The notice came via FedEx to Airman 2nd Class Helen Grace James’ door Jan. 17, but she couldn’t open it.

She waited until two friends could come and open it for her.

It was good news. Her “general discharge under honorable conditions” had been upgraded to “honorable.”

“I’m still trying to process it,” James, 90, told Air Force Times.

James received an “undesirable” discharge on March 3, 1955, after several “stressful” months of being watched and followed at the Roslyn Air Force Base in New York. All because she was a lesbian.

“I was anxious, I was fearful,” said James. “I didn’t know how to handle it.”

Before the investigation began, James enjoyed her military service. She participated in basketball tournaments and liked working. She listed seeing plays in New York, walking through Central Park, and going home as regular weekend activities.

Overall, she said, she was a “joyful” person — until the investigation began.

“At that point, the joy essentially just washed out of my life,” said James. “I was in a different place in my head and my heart.”

After being discharged from the Air Force, James attended the University of Pennsylvania and had to work and borrow money to pay for everything, all while enrolled in classes with veterans who were supported by the GI Bill.

After graduating, she went as far away as possible. Hawaii wasn’t a state yet, so she chose California. She became a successful physical therapist, but the experience continued to affect her. She has dealt with PTSD and been in and out of therapy throughout her life.

“I’ve tried to take care of myself and prove that I’m a good person. I was trying to prove it to myself and I was trying to prove it to my family,” said James. “They had no idea what I was going through. Nobody did. We just didn’t talk about it.”

Her “undesirable” discharge was upgraded to “general under honorable conditions” in the 1960s, but she still did not receive benefits or peace of mind. She applied for the “honorable” discharge upgrade last year, which Elizabeth Kristen, her lawyer at Legal Aid at Work, described as “lengthy” and “wrong.”

“Once ‘don’t ask, don’t tell’ was repealed, the military did not automatically upgrade these discharges,” said Kristen. “Helen is really an example of everything that was wrong with that policy.”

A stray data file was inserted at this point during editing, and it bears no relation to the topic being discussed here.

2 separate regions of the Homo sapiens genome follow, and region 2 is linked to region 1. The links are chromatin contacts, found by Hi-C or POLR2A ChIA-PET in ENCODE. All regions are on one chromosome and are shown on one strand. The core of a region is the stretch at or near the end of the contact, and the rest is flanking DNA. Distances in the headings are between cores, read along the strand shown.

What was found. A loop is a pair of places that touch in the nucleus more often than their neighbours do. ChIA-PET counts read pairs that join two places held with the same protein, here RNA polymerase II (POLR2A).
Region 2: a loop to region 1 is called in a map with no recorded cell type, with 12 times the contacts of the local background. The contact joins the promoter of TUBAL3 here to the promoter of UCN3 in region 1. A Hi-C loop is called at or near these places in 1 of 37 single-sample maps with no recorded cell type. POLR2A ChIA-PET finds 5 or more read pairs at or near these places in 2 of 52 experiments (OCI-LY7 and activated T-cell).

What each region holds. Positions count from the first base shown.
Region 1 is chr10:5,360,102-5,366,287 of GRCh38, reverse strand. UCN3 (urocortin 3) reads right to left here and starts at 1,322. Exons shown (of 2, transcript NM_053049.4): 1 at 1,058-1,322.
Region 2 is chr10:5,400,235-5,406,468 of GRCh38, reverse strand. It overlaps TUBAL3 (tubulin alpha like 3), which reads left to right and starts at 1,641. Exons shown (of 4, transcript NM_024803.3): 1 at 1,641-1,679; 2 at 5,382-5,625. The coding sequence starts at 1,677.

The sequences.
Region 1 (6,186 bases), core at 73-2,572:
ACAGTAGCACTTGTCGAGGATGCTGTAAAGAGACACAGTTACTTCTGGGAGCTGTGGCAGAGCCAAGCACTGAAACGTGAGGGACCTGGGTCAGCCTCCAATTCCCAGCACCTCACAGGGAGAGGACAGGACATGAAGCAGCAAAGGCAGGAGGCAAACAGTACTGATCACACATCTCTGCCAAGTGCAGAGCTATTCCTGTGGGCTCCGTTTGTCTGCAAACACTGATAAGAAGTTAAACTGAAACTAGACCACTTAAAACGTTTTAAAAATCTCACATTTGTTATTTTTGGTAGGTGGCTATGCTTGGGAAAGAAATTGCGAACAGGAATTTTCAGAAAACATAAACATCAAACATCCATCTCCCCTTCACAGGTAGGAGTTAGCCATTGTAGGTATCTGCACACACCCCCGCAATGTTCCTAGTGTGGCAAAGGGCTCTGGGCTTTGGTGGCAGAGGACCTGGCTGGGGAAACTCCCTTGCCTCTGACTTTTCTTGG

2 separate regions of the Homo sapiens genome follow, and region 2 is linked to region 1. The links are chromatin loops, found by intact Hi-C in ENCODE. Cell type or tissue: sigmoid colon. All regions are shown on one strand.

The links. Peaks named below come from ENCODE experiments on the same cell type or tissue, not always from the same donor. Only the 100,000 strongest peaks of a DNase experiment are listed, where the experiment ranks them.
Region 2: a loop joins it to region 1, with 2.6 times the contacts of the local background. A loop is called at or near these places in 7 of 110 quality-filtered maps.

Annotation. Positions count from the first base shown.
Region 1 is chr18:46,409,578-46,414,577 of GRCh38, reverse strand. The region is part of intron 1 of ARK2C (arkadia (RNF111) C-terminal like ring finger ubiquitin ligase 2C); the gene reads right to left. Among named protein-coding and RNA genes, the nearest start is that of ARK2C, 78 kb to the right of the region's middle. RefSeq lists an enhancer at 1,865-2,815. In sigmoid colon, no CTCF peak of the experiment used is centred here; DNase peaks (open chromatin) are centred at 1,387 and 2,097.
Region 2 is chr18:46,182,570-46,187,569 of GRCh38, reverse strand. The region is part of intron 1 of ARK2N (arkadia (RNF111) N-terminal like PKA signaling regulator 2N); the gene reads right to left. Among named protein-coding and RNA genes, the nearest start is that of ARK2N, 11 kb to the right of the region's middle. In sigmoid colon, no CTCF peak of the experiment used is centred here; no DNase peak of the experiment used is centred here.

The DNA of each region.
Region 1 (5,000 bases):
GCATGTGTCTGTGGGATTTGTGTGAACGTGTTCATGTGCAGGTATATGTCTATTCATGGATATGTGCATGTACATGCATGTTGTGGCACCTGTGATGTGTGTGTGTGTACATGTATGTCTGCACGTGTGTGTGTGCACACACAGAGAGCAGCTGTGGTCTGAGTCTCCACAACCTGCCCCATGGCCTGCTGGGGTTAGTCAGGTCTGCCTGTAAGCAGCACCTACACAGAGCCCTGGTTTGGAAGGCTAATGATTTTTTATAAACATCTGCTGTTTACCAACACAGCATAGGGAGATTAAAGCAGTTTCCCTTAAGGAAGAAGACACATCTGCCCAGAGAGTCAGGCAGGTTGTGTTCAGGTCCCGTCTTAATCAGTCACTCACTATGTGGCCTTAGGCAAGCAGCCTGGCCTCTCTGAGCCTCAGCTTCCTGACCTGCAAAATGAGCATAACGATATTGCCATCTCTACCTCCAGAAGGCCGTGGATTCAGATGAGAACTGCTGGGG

James filed a lawsuit against the U.S. Air Force in early January. She is one of many gay and lesbian service members who have been negatively impacted by the policy, Kristen said, but few have taken the fight as far as James.


At her California home, Helen James holds a photo album of her service with the Air Force. (Courtesy of Legal Aid at Work)
At her California home, Helen James holds a photo album of her service with the Air Force. (Courtesy of Legal Aid at Work)

“I meet gay and lesbian service members who don’t want to open that chapter up, who aren’t willing to do the application process, who still live with those dishonorable discharges,” said Kristen.

Now, James can move on. She has not received the upgraded DD 214 paperwork yet, but whatever compensation they might give her doesn’t matter, James said. Her main purpose was to get the upgrade.

Kristen hopes James’ story will inspire others to seek vindication, and perhaps change the way the Department of Defense handles these cases.

“What I’m hoping is that when people out there see Helen’s bravery and courage and … [hear] her story, we’ll have more people willing to come forward, and file the paperwork and drag their DD 214 out of the closet where they’ve hidden it all these years,” said Kristen.

James is just happy that people are hearing her story and reaching out with their support.

“I’ve had so much support from friends, former students, associates, patients, that I’m really getting the message now,” said James. “I’m getting the message that it’s true.”